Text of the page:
“Thirteen dead black men, and nobody knows it happened,” so says Johnny Smith, who sets out on a quest to make things right in the powerful novella that begins this collection – a masterpiece of collaged voices. Voice is urgent and significant–Dobson focuses throughout on the invisible and the unvoiced-he brings them to center stage, where they speak their pain and frustration. “Maybe we can revise history,” one of his characters says; Dobson’s book does just that.
Mary Grimm, novelist, professor, Case Western University
In entrancing prose that claims a place with writers as powerful as Ralph Ellison, James Baldwin, and John Edgar Wideman, Frank Dobson offers his own bold, subtle explorations of race and life in America. I sat down to skim a bit of his new book of stories, and ended up reading its central novella straight through. This narrative of the .22-Caliber killings in Buffalo – little known to most Americans-and the lives of blacks and whites caught up in those tense days makes for suspenseful, compelling reading.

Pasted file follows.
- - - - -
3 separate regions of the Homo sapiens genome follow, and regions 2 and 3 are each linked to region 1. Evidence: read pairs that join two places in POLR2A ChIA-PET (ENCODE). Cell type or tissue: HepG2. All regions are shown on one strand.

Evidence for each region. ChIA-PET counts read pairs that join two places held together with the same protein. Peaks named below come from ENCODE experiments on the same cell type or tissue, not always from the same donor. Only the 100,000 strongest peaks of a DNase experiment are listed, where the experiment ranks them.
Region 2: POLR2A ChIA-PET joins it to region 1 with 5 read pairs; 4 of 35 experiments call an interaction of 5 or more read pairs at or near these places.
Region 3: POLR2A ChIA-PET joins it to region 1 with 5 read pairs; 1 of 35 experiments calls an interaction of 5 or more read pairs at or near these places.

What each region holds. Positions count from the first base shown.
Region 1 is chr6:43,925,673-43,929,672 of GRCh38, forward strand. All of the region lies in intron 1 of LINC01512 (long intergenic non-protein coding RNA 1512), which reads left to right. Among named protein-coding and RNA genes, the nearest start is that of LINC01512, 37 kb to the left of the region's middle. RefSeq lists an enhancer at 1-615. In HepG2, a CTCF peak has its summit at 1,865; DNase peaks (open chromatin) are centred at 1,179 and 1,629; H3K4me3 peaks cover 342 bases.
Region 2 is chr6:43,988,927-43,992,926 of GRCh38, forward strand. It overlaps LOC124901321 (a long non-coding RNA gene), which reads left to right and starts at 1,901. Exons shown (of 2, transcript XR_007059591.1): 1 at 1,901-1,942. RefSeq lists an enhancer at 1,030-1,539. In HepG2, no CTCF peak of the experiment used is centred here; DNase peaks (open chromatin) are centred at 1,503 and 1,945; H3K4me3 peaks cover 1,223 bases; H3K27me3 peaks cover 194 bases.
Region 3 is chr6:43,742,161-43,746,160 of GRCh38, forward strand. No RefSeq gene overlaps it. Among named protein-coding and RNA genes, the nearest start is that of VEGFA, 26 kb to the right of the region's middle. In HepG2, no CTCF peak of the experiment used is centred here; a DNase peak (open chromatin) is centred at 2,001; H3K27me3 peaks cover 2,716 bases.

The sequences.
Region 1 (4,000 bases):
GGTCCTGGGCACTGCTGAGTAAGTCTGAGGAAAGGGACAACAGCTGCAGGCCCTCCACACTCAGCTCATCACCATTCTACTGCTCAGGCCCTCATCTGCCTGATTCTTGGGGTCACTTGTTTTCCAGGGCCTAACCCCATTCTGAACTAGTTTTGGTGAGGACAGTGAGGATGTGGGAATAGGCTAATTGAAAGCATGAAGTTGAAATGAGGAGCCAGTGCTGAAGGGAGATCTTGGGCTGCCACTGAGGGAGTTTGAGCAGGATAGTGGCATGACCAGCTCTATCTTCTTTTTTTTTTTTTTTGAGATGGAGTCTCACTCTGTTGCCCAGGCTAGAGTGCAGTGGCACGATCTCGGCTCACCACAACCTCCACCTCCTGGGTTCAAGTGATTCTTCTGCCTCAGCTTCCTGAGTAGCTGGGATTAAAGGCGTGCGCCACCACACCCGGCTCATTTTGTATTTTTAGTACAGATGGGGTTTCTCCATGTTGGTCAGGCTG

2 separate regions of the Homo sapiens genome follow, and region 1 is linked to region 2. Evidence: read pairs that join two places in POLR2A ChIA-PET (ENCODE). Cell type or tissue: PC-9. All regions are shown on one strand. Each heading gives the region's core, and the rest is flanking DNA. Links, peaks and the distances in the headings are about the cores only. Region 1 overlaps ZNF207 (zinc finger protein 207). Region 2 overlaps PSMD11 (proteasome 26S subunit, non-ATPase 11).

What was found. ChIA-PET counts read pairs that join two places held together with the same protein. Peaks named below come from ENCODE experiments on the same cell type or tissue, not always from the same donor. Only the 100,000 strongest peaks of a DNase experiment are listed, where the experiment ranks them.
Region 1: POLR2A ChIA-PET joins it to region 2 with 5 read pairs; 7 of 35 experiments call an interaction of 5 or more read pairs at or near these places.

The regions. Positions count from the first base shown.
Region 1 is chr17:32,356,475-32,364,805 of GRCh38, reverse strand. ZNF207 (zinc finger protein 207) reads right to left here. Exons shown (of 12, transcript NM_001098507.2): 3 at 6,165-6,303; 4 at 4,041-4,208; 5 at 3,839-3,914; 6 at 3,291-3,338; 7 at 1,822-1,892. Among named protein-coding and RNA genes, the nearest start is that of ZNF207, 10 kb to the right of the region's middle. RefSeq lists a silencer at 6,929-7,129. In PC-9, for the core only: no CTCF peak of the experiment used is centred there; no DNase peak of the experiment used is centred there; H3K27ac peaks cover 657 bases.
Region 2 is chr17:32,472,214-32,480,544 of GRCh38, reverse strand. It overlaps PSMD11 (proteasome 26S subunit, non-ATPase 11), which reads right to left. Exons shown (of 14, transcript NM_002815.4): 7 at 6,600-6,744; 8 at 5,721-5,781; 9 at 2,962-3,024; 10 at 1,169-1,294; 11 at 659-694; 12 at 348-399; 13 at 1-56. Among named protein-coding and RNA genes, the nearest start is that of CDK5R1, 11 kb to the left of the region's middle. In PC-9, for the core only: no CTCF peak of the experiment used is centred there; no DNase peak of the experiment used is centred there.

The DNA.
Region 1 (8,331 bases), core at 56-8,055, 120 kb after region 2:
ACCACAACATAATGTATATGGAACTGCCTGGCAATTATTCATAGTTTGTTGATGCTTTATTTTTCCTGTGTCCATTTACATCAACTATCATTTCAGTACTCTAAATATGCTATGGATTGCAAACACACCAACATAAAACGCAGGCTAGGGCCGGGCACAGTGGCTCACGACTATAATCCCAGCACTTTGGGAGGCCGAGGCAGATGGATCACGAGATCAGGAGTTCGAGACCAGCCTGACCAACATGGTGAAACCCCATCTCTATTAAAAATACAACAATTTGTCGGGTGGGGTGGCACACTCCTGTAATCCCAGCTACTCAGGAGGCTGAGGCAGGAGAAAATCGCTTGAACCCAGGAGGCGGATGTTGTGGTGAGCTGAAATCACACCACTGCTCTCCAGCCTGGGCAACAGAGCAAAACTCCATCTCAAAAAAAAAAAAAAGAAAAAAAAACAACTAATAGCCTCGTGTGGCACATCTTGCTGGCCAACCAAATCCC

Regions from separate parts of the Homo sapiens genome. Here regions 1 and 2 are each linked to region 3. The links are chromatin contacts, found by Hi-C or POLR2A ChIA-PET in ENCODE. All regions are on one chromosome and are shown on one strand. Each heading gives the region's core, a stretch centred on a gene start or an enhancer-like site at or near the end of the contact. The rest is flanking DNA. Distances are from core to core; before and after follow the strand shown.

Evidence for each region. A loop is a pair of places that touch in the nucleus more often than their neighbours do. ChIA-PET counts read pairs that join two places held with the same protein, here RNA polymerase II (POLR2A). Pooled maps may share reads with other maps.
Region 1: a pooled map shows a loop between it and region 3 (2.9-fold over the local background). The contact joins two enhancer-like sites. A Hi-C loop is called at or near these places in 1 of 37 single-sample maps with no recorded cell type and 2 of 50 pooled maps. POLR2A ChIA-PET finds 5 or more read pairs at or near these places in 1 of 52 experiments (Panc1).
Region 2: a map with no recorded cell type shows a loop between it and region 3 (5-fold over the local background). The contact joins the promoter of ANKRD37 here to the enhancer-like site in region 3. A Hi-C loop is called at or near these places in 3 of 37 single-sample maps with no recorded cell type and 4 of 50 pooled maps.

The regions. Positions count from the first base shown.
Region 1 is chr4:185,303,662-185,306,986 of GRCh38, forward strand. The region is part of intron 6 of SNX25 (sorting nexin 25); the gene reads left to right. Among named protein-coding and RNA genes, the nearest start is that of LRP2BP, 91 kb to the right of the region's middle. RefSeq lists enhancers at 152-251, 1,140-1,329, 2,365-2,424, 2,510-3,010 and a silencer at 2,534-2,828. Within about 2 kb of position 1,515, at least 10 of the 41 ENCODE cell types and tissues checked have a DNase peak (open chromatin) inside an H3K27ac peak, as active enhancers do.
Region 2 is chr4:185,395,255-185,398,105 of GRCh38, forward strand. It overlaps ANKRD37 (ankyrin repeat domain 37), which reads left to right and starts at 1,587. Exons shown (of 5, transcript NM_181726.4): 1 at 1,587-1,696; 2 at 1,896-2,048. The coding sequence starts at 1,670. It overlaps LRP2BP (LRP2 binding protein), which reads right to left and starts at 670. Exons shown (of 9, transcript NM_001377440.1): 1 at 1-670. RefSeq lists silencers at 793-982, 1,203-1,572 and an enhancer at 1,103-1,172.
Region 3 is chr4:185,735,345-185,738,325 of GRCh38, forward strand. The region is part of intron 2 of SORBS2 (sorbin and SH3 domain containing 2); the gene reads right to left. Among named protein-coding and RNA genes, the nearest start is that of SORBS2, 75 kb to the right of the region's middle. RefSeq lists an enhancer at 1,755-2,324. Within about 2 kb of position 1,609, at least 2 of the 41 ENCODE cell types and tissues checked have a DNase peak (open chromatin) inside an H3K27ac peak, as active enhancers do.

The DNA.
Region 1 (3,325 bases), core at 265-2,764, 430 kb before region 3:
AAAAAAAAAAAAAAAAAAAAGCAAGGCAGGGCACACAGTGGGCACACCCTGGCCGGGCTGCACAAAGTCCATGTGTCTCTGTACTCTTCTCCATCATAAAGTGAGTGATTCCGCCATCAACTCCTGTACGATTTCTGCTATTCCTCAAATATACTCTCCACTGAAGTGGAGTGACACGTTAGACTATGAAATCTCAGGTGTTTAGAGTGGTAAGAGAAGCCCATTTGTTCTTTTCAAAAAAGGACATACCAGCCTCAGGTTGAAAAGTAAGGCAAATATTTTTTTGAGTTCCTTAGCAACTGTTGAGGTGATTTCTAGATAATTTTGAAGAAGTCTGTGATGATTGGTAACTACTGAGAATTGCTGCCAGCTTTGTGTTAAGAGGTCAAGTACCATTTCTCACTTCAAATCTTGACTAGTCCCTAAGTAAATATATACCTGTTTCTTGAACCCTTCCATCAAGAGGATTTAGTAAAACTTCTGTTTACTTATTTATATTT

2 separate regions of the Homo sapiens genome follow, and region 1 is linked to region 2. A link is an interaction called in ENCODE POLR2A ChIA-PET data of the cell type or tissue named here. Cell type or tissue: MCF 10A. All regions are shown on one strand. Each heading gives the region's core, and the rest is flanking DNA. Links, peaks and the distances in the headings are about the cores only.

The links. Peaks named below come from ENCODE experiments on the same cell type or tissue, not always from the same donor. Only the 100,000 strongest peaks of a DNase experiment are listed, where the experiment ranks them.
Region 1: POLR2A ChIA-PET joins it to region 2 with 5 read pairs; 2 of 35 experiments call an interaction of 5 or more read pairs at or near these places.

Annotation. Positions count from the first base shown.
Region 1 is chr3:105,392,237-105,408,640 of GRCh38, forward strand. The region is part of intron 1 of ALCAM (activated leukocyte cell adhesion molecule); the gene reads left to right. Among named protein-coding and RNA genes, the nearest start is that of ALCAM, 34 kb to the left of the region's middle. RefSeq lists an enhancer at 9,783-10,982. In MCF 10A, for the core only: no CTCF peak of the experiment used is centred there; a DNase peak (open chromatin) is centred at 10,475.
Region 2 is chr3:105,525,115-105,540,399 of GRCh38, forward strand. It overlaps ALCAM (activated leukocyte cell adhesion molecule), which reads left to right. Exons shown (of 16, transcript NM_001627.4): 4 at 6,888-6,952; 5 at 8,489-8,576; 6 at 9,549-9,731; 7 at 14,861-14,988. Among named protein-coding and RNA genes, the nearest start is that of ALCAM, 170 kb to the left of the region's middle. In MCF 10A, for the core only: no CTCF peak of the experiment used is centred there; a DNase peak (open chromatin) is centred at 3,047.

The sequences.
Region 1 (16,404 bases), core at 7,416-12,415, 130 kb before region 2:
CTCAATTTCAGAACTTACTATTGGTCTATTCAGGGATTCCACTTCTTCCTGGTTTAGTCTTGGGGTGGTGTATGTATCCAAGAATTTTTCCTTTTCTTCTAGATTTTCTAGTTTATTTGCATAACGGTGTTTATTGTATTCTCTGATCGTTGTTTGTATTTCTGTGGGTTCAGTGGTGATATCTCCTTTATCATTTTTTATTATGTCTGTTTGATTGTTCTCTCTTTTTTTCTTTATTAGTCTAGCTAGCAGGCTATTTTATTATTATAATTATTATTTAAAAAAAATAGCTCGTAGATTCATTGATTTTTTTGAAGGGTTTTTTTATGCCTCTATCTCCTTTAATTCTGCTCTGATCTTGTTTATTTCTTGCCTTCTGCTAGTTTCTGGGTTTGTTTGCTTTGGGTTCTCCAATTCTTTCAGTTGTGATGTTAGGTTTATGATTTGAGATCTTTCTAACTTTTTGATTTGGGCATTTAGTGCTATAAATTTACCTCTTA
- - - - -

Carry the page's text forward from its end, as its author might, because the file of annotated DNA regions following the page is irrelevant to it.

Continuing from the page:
Jeff Gundy, poet, professor, Bluffton University